Sydney Film Festival Review: Captain Fantastic (USA, 2016)

Viggo Mortensen is no stranger to portraying a damaged father in a journey to protect his children à la The Road, but Matt Ross’ quirky tale has a lot more than just Aragon to draw in audiences.

A quick glance at Ross’ resume won’t inspire confidence because of its relative shortness, however, Captain Fantastic flew well under the radar in the lead up to Sydney Film Festival and perhaps this is the reason most audiences were surprised to walk out of the cinema both touched and conflicted. Following his wife’s suicide, Viggo Mortensen’s Ben and his seven children, whom they had raised in the woods to hunt and educate themselves into athletic philosophers, seek to send their mother into the afterlife the way she wished, at the opposition of others who had conversely not lived in a forest for some fifteen years.

And it’s true, we’ve seen this skeleton before; the relatable outsiders want to do something righteous, and they’re pushed away by those in suits, but we invest in their plight against normality, and it would be a lie not to admit that Captain Fantastic is a feel-good film. But don’t be fooled by the relatively noncomplex plot, as this tale is a journey akin to Little Miss Sunshine, complete with its quirky facades concealing darker interiors. It’s this dichotomy that draws the audience in; a family of kooky kids with their own distinct passions, following the command and teachings of an eccentric yet well-meaning father using a life in the wilderness to escape the system, but broken down most of these characters have their own personal tragedies.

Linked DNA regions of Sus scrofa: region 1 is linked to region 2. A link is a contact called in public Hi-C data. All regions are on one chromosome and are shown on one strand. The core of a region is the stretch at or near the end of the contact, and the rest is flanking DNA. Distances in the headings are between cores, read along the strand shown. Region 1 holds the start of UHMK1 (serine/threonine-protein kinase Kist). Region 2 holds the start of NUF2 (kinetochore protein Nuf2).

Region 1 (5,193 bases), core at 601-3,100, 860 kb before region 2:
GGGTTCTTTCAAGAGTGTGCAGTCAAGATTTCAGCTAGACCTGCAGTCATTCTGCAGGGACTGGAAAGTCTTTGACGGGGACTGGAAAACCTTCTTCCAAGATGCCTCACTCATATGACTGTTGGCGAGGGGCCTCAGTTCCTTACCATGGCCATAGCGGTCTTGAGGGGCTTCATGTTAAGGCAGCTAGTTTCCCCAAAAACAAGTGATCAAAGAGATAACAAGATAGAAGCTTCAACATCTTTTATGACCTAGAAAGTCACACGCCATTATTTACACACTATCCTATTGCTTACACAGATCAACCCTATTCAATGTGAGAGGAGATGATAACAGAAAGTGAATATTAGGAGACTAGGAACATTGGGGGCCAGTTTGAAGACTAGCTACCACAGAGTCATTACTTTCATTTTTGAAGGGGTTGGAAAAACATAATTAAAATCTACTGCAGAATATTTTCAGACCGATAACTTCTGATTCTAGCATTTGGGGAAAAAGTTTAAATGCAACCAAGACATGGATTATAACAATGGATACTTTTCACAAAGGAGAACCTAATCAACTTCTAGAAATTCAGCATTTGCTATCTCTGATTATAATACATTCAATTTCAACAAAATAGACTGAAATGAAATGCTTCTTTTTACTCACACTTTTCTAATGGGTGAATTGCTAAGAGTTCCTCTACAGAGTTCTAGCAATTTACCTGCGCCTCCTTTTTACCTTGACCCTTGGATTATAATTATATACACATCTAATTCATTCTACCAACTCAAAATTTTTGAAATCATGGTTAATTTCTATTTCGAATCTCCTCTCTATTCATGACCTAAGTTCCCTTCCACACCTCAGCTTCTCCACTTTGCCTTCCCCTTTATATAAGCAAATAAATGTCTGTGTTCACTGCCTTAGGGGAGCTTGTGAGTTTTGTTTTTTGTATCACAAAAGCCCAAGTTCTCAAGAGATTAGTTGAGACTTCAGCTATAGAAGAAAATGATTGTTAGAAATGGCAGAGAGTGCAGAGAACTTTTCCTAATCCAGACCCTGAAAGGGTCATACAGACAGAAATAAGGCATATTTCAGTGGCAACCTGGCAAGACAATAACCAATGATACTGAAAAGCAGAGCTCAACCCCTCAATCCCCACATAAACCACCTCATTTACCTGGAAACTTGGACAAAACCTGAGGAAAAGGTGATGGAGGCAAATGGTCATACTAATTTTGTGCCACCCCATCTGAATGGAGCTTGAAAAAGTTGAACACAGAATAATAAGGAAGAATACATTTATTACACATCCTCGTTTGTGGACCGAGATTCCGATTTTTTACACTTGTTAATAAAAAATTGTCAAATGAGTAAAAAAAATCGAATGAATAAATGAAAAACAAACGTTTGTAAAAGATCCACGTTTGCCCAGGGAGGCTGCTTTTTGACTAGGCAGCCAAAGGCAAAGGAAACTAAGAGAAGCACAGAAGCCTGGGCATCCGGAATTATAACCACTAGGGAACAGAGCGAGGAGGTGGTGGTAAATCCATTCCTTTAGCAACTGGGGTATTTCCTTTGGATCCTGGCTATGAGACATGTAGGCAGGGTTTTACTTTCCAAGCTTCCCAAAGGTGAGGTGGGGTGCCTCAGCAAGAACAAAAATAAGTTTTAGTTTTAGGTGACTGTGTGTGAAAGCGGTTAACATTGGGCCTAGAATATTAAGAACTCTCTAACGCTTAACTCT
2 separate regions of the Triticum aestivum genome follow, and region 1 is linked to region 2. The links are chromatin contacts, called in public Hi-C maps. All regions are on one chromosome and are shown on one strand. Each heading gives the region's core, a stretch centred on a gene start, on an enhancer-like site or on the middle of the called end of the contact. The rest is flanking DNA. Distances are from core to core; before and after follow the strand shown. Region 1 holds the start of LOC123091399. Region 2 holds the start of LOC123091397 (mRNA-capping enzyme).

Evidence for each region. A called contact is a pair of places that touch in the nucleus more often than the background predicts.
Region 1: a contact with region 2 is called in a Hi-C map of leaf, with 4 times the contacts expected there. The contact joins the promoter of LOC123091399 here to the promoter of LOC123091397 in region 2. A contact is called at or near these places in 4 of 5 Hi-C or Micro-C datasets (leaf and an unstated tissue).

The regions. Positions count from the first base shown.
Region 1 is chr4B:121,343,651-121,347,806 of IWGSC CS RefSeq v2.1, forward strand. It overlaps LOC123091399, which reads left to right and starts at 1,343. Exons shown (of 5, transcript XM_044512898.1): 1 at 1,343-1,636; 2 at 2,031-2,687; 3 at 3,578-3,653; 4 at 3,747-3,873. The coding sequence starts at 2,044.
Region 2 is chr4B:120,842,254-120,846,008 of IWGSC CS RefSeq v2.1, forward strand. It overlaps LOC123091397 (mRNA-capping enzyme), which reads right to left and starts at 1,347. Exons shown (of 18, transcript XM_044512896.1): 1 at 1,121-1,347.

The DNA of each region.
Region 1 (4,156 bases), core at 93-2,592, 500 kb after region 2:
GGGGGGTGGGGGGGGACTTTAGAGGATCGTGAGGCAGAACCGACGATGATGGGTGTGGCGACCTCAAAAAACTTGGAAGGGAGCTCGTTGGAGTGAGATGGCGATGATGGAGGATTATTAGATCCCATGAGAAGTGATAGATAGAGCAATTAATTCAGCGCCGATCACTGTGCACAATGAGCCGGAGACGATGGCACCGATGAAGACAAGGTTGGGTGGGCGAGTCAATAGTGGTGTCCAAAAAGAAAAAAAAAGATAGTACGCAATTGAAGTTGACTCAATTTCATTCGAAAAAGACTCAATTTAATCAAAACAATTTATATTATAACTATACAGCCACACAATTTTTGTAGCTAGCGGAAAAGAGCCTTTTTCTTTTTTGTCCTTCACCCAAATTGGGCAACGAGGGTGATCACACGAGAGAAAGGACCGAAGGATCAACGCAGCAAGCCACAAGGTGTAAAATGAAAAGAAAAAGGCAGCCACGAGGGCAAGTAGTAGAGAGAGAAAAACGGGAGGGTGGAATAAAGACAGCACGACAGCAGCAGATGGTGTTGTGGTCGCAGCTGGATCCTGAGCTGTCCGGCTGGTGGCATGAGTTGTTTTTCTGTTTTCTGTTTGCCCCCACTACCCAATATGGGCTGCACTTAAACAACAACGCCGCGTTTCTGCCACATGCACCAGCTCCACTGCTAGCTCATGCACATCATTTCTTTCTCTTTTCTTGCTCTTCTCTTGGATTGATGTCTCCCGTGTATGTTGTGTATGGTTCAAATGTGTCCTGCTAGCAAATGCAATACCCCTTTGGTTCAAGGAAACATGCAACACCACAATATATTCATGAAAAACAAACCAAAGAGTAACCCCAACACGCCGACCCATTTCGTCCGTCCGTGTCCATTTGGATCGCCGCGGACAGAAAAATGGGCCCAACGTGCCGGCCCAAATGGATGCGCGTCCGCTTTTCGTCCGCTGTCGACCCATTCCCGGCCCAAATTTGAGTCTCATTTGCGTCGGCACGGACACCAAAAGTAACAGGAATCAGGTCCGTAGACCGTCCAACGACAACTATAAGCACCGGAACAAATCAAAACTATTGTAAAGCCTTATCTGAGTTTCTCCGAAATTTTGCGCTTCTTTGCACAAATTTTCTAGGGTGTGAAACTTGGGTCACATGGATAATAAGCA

It’s the relationship between father and children and the heartbreak that follows when these relationships are torn down by people who “just don’t understand” that move us to fight for these characters. It’s as much a journey of discovery and change as it is about standing your ground against those who try to throw you into the dirt. Some characters aren’t without their flaws or rushed arcs, but Mortensen and his eldest son, played by George Mackay, carry this film with intensity when required and delicacy when desired, with simple strokes of the hand bringing more development to each character as the plot progresses.

Story and performances aside, the cinematography is near-immaculate, utilizing the flowing mountainous landscapes and rich greens and browns to affect the earthy tones that form the foundations of this movie. The embracing of natural imagery, even within urban environments, reflects the principle of this film that is human nature; creatures built to fight, built to learn, built to love free from suits and ties and organized chaos. Ross has created a piece that, despite its subtle flaws, is dazzling in its achievements but still beautiful in its imperfections.


Captain Fantastic screened as part of the Sydney Film Festival


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